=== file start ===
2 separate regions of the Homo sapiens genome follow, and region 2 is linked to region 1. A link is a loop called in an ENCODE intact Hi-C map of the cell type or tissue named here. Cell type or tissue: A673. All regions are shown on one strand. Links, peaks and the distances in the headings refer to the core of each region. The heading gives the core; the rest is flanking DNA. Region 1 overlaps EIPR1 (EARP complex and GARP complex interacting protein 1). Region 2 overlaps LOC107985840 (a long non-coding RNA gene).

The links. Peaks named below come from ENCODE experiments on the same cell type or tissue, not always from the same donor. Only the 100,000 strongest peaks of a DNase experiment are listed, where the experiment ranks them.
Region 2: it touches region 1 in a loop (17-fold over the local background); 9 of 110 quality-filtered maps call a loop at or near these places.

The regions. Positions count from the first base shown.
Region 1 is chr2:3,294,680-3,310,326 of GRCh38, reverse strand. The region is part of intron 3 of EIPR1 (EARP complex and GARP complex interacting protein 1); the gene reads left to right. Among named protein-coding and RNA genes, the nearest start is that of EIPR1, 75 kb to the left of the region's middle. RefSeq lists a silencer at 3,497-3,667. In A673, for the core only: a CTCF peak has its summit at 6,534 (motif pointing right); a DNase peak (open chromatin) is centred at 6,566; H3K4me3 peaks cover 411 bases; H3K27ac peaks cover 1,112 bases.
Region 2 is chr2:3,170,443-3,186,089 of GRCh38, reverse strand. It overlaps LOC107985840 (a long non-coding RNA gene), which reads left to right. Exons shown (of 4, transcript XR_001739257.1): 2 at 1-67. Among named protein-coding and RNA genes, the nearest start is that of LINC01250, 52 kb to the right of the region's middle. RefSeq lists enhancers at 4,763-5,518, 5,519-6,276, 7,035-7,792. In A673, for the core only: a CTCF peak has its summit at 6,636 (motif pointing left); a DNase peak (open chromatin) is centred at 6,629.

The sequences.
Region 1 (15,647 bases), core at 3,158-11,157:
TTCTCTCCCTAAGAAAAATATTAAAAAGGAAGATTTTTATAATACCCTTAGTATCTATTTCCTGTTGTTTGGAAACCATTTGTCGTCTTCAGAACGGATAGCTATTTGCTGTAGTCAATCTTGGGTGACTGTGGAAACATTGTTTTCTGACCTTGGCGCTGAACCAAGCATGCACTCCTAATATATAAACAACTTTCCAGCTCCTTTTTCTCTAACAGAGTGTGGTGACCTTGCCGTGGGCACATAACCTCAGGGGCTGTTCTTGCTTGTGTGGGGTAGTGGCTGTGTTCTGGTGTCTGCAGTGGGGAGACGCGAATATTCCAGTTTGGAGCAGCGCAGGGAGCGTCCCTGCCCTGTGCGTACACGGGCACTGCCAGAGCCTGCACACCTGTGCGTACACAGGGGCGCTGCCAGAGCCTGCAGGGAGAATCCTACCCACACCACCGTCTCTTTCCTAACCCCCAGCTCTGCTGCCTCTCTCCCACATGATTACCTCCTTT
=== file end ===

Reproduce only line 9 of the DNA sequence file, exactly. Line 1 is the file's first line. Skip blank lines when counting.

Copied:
TTCTCTCCCTAAGAAAAATATTAAAAAGGAAGATTTTTATAATACCCTTAGTATCTATTTCCTGTTGTTTGGAAACCATTTGTCGTCTTCAGAACGGATAGCTATTTGCTGTAGTCAATCTTGGGTGACTGTGGAAACATTGTTTTCTGACCTTGGCGCTGAACCAAGCATGCACTCCTAATATATAAACAACTTTCCAGCTCCTTTTTCTCTAACAGAGTGTGGTGACCTTGCCGTGGGCACATAACCTCAGGGGCTGTTCTTGCTTGTGTGGGGTAGTGGCTGTGTTCTGGTGTCTGCAGTGGGGAGACGCGAATATTCCAGTTTGGAGCAGCGCAGGGAGCGTCCCTGCCCTGTGCGTACACGGGCACTGCCAGAGCCTGCACACCTGTGCGTACACAGGGGCGCTGCCAGAGCCTGCAGGGAGAATCCTACCCACACCACCGTCTCTTTCCTAACCCCCAGCTCTGCTGCCTCTCTCCCACATGATTACCTCCTTT